Tuesday, November 1, 2016


Japan’s benchmark luxury car brand is undoubtedly Lexus; and I’ve been reporting about the differences in corporate culture between Toyota and Nissan in their separate pursuits of establishing a brand with an unquestioned and impeccable reputation for luxury, longevity, and customer service.

I think it’s worth revisiting some of the highlights which helped establish the Lexus brand image, and reflect on its progress to date.

It was 1983 when Eiji Toyoda set up the F1 (Flagship One) division to create the car which would ultimately become the Lexus LS 400.

Ichiro Suzuki (right) was appointed chief engineer, and by the time the car launched in the USA in 1989, the F1 division involved 60 designers; 24 engineering teams; 1400 engineers; 220 support workers, approximately 450 prototypes, and a cost to complete the final single car, was USD$1 billion.

Actually, the total cost was USD$5 billion, because of the way Mr. Toyoda set up the competing teams of five. Each was told they could spend whatever they thought would be effective; they could design engines from scratch; they could design, create and build entirely new platforms; and create unique interiors.

Of the five teams, two prototypes were chosen, then the two successful teams were combined to refine the final choice into the production car. No company in history has spent so much money to bring a project like this to fruition – however, it speaks to the single-minded focus of Mr. Toyoda and every person assigned to the project.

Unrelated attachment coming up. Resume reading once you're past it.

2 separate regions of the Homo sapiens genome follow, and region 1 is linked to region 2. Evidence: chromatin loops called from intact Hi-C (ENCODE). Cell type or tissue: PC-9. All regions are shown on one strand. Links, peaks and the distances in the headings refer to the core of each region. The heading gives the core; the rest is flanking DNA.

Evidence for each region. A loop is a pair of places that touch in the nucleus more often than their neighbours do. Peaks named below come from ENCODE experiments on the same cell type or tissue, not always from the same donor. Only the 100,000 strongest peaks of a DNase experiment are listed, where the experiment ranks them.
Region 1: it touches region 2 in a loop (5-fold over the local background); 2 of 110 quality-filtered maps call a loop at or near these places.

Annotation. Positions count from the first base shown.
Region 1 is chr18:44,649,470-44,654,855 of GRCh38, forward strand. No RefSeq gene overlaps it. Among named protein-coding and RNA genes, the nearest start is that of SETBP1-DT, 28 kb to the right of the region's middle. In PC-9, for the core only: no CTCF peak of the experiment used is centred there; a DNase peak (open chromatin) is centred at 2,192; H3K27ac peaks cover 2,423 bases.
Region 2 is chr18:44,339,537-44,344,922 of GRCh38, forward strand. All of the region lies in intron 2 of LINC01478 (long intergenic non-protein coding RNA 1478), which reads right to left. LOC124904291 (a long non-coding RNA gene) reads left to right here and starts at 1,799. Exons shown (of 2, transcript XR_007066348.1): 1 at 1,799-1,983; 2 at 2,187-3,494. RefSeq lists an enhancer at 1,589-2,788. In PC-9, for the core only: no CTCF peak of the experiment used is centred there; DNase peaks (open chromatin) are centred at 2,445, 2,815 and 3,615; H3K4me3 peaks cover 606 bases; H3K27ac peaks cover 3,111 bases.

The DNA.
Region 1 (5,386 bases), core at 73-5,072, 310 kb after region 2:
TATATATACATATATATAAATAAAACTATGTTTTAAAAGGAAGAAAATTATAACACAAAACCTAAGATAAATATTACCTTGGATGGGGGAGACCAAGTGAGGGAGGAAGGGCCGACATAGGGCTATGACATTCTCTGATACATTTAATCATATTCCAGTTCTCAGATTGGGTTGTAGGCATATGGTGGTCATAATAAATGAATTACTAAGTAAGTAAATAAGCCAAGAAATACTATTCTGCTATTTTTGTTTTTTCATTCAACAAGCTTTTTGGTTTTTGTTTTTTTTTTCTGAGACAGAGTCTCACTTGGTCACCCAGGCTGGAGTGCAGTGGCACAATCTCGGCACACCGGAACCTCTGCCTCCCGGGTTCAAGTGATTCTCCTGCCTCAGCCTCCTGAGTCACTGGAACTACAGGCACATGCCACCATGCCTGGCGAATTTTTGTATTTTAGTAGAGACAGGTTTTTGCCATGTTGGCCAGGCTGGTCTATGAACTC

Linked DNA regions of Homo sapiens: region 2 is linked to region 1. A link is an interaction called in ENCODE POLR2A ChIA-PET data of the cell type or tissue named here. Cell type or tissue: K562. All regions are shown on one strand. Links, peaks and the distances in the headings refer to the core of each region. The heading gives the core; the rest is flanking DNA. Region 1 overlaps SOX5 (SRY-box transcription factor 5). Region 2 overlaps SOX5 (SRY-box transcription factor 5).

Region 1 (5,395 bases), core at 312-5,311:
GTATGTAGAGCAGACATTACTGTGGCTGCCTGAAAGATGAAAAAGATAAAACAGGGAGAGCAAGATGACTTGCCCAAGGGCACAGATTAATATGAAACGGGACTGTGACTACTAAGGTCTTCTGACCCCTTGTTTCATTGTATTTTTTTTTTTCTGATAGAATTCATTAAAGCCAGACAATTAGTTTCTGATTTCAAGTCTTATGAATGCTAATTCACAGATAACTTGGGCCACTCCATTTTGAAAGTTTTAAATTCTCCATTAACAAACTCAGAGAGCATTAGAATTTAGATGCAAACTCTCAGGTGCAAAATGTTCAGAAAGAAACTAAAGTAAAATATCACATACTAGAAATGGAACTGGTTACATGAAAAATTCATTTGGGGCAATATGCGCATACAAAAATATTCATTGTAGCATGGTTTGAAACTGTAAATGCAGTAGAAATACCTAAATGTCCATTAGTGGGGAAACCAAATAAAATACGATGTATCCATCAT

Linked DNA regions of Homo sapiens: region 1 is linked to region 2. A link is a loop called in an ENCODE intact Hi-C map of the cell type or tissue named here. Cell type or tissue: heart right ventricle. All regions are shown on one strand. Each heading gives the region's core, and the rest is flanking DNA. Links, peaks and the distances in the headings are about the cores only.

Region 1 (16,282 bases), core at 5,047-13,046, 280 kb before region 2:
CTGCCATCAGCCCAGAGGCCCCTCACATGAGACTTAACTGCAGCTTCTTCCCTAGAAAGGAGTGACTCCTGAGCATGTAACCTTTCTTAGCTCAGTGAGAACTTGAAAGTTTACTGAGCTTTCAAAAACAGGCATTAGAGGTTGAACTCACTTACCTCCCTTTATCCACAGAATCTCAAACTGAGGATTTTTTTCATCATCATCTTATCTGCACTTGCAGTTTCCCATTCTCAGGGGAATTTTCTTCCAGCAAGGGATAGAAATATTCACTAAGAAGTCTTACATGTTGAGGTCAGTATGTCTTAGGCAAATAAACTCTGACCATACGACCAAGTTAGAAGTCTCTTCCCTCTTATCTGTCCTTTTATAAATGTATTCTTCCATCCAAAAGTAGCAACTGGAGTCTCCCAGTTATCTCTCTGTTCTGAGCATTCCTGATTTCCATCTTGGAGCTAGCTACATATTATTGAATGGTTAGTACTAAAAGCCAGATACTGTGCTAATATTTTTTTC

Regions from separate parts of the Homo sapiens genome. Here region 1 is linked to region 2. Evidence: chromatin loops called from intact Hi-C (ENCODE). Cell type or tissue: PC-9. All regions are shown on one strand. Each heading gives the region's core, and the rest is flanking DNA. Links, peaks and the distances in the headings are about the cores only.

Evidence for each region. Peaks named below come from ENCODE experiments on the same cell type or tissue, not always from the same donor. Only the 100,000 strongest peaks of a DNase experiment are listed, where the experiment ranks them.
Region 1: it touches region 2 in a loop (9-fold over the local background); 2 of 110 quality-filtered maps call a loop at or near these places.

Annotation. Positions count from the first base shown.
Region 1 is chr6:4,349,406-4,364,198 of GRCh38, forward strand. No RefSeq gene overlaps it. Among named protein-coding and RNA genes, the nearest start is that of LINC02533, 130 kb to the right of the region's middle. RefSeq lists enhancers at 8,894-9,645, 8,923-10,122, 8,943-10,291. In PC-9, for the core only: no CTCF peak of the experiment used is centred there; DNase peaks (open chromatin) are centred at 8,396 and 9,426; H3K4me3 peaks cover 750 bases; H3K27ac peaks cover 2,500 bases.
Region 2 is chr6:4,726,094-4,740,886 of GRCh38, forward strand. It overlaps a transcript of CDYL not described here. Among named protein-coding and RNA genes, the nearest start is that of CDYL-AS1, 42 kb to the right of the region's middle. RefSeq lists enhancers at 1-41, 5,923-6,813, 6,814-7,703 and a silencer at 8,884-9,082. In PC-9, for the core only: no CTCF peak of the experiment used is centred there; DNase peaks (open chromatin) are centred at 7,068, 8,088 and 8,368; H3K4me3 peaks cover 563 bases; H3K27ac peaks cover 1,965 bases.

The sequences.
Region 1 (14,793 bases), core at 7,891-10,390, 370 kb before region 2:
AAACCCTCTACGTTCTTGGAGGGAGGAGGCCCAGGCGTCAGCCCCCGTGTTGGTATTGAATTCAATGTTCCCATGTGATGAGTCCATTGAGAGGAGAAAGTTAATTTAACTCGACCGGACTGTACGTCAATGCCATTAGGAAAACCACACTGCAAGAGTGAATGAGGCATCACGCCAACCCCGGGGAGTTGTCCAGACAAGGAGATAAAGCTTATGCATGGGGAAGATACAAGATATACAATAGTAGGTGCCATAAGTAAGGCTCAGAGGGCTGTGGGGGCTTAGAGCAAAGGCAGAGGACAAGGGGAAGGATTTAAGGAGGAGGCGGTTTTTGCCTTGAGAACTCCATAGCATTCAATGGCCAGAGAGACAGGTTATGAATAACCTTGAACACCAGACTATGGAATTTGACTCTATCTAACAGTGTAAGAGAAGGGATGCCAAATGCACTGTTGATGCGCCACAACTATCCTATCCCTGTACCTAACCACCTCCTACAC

Author Jonathon Mahler, in his landmark book, The Lexus Story, listed a number of unique aspects of the refinement programs. Mahler was given unprecedented access to the whole team, including Eiji Toyoda.

He says: “Engineers went on a wind noise eliminating rampage, repeating wind tunnel test in excess of 50 times with microphones buried in various parts of the body. Steel valve lifters were replaced with aluminum ones."

"Vibration-absorbing resin was inserted between double-sided sheetmetal to form the cabin. Every extraneous shape on the exterior was shaved down. And when that wasn’t enough, engineers turned to the undercarriage, aero-testing even the suspension, resulting in noise-reducing golf ball dimples on the A-arms.”

Mahler’s account continues: “While most models go though five or six full-size clay models, the LS’s chief engineer Ichiro Suzuki commanded 14. Over 100 were crash tested. A whopping 450 test mules were built, and 2.7 million test miles were driven before the first LS even rolled off the assembly line.”

The most famous anecdote comes from just before Xmas of 1989, when the car was voluntarily recalled within three months of launch, to repair the centre high mounted stoplight, for which 11 failures had been reported across the USA.

Technicians visited EVERY OWNER personally, and replaced the whole component. Where owners were in remote locations, Lexus flew in technicians to carry out the repair. It was this, plus the company’s propensity to completely replace a car, if it deemed necessary, which set the bar impossibly high for all Lexus competitors.

Toyota set a sales target of 16,000 cars from launch date to the end of 1989, and the final result was 16,392.

The 1990 Lexus range comprised LS 400; and a rebadged Camry with frameless doors (to give it a point of difference), called the ES 300.

However, here's where my tribute to the lofty goals of building a Lexus legend, give way to cynicsm.

When the RX 300 crossover appeared in 1998 I realised the Marketing Suits had moved in to the Lexus head office, and taken over.

From that moment on Lexus was less of a legend, and much more about pillaging virtually anything and everything in the Toyota parts bin, to leverage the Lexus image into a plethora of models in every imaginable luxury or sub-luxury segment.

Is Lexus still a benchmark brand? Well, yes, but perhaps not in the same way Eiji Toyoda conceived his legacy.


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